Subaru Outback, 2010: The Weekly Driver car review

James Raia

Subaru Outback, 2010: The Weekly Driver car review 1It’s hard to imagine any other vehicle as versatile as the Subaru Outback. It’s the all-purpose car. It’s ideal as a family wagon. It’s a workhorse for a small businessperson. It’s as safe as any car on the road in inclement weather.

Introduced in 1995, the Outback has gone through several editions, including a redesign and a new lineup of models with more than 40 trim configurations for 2010.

The Outback has a new 6-cylinder engine and it’s about 3 inches wider and longer in wheelbase than the 2009 Outback. Two engines and six models are offered, all with horizontally opposed engines.

Subaru is also now well into its second decade of offering only all-wheel drive as a standard feature throughout its line — Forester, Impreza, Legacy, Outback and Tribeca.

The Outback offerings in 2010 include: the 2.5i, 2.5i Premium, and 2.5i Limited with a 170-horsepower 2.5-liter 4-cylinder engine. A 6-speed manual transmission is standard on 2.5i and 2.5i Premium with a new continuously variable transmission (CVT) as an option. It’s standard on 2.5i Limited. The top-line 3.6R, 3.6R Premium, and 3.6R Limited have a new 256-horsepower 3.6-liter 6-cylinder engine matched with a 5-speed automatic.

Subaru Outback, 2010: The Weekly Driver car review 2

Available safety features include ABS, traction control, antiskid system, curtain-side airbags, and front-side airbags. A wireless cell-phone link is standard on Limiteds and optional on all other Outbacks. Heated front seats are optional on 2.5 Premium and standard on 2.5i Limited, 3.6R Premium, and 3.6R Limited. Leather upholstery is standard on Limiteds, while a navigation system is optional.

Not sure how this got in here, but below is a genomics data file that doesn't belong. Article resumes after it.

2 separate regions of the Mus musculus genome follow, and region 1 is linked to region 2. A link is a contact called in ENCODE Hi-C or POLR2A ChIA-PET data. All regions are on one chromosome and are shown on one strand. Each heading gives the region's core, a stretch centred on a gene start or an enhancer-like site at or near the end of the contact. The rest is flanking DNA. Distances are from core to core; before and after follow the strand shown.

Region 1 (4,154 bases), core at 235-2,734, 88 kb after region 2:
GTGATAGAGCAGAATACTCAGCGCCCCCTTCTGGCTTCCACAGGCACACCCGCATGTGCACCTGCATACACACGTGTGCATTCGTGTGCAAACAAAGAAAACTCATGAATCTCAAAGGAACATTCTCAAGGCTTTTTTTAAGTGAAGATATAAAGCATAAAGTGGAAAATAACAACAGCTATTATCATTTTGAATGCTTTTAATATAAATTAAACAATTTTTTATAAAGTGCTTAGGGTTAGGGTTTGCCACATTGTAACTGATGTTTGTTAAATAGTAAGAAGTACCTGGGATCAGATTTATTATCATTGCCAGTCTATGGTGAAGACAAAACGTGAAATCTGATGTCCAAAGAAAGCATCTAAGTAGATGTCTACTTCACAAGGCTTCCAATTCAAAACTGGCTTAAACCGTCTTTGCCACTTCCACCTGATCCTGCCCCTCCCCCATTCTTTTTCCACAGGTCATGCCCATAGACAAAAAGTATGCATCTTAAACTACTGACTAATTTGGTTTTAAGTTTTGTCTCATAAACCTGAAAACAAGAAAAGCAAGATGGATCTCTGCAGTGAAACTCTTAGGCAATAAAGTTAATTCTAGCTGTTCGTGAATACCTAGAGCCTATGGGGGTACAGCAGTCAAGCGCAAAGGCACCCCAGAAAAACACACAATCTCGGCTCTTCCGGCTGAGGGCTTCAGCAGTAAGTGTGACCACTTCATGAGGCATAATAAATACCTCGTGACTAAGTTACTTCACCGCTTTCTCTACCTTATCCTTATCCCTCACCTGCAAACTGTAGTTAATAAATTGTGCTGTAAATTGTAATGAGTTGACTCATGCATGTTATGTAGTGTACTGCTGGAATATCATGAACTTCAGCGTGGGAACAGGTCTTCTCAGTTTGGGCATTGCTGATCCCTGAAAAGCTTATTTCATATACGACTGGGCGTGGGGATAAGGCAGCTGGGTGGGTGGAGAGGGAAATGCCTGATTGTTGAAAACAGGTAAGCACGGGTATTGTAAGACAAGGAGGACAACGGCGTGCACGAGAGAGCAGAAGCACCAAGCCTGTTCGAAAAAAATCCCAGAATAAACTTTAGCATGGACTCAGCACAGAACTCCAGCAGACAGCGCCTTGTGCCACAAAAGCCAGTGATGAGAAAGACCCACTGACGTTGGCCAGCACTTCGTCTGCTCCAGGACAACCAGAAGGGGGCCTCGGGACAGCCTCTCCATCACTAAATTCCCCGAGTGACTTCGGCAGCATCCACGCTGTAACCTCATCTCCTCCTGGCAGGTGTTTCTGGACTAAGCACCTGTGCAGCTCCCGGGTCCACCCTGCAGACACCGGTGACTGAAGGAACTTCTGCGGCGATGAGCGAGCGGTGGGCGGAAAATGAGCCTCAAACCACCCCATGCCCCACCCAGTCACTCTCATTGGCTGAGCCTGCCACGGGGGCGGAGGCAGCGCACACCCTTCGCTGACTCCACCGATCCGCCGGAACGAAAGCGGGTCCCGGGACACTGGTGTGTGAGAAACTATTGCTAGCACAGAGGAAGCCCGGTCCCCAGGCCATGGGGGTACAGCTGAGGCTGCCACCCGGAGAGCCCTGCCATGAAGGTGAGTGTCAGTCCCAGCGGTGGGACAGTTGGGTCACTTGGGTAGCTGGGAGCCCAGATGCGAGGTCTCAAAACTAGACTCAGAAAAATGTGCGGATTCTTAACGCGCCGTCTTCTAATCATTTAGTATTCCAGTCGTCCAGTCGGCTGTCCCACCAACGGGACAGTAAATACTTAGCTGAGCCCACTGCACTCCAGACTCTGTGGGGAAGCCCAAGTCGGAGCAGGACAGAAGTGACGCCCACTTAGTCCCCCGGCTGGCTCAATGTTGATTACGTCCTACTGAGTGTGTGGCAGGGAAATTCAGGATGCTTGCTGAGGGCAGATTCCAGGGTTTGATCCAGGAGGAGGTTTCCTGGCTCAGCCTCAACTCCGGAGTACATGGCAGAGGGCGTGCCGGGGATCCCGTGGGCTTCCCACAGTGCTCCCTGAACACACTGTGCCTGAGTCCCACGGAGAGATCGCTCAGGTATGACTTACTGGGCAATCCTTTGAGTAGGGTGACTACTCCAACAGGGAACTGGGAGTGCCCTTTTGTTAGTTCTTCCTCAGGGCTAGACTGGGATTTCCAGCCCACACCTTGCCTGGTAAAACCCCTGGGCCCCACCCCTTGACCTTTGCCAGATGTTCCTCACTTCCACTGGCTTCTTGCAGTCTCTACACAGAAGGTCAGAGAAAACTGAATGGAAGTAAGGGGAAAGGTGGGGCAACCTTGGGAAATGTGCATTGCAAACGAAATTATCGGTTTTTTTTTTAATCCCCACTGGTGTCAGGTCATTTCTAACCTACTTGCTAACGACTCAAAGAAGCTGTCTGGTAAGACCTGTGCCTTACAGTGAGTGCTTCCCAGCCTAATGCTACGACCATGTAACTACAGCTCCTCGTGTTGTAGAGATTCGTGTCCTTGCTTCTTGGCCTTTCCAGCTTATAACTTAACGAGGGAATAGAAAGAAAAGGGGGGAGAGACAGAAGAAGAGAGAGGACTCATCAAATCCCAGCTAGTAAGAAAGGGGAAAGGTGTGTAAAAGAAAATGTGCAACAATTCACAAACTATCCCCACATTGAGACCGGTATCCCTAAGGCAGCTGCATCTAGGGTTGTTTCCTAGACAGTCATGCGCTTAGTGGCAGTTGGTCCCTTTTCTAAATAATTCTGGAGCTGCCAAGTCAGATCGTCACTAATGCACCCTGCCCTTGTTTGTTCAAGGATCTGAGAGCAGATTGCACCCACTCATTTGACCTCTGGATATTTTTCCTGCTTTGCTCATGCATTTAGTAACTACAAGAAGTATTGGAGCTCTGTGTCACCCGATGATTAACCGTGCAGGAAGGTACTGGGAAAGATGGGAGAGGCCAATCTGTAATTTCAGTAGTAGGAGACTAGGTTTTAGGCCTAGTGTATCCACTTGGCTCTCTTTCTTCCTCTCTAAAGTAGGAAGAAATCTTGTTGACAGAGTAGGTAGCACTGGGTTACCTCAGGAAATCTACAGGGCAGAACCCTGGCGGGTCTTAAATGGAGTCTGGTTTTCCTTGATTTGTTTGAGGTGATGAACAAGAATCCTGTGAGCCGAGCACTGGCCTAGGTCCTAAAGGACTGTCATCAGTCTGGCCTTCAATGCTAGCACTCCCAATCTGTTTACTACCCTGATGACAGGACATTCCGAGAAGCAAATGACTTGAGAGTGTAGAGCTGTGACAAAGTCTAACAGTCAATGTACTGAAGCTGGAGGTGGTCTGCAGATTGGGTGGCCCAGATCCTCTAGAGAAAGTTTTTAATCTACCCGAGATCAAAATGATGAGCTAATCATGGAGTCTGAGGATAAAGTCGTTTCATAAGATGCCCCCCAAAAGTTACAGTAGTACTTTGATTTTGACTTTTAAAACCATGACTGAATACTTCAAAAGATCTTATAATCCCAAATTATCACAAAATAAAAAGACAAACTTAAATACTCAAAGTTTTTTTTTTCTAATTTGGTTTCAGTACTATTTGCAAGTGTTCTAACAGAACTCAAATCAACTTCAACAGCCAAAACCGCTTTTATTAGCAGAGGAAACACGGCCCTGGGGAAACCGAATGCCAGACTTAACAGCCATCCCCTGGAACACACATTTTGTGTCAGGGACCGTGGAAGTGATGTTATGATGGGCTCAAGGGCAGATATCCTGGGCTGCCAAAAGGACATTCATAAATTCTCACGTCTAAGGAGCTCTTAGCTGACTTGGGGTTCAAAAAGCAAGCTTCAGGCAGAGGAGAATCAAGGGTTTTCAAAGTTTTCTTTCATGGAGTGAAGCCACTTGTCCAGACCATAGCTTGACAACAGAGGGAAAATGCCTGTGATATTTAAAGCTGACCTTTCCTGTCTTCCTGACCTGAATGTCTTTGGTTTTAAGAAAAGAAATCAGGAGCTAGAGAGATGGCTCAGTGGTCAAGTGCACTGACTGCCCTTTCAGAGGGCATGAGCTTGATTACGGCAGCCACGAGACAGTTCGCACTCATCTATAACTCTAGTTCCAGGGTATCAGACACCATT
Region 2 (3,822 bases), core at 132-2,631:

I’ve driven several Subarus in recent years, and I also leased an early version of the Legacy wagon for four years in the mid-1990s. Leased or tested for a review, every Subaru I’ve driven has the same secure feel.

Originally marketed as the “world’s first sport utility wagon,” Subaru’s early reputation as a versatility performer was enhanced in its several-year sponsorship with the U.S. National Ski Team based in Colorado Springs, Colo. It was an ideal marriage.

Winters present serious weather in Colorado and that allowed for a nice, truth-in-advertising campaign. But even in far less severe circumstances it’s easy to see how Subaru has built its strong reputation, particularly among mountain drivers.

All-wheel drive vehicles (the four-wheel drive can’t be disengaged) are often criticized because an appreciably stable ride is countered by a loss of gas mileage. My weekly driver Outback was rated at 18 mph in city driving and 25 mpg in highway conditions.

As a wagon acting like an SUV, the Outback has a slightly raised suspension, which only adds to its efficient, simple good looks. It doesn’t have the off-road capabilities of true SUVs, but that shouldn’t deter potential buyers.

Safety Features — Dual front, front side and side curtain airbags.

Fuel Mileage (estimates) — 18 mpg (city), 25 mpg (highway).

Warranty — Bumper to bumper, 3 years/36,000 miles; Powertrain, 7 years/100,000 miles; Corrosion, 5 years/unlimited miles; Roadside Assistance, 3 years/36,000 miles.

Base Price — $30,995.00.

Price as Driven — $35,198.00.

Likes: Comfortable leather seats, spacious back seats, visibility, huge navigation screen, secure ride.

Dislikes: Small lever engages and disengages hand brake. It’s positioned oddly and makes a “grinding” noise when engaged.

The Weekly Driver’s final words: Neither snow, nor rain, nor sleet, nor a youth soccer team nor a handyman’s supplies can prevent the Subaru from getting the job done. It’s the automotive version of a multi-tool pocketknife. Own one and not much else is needed.

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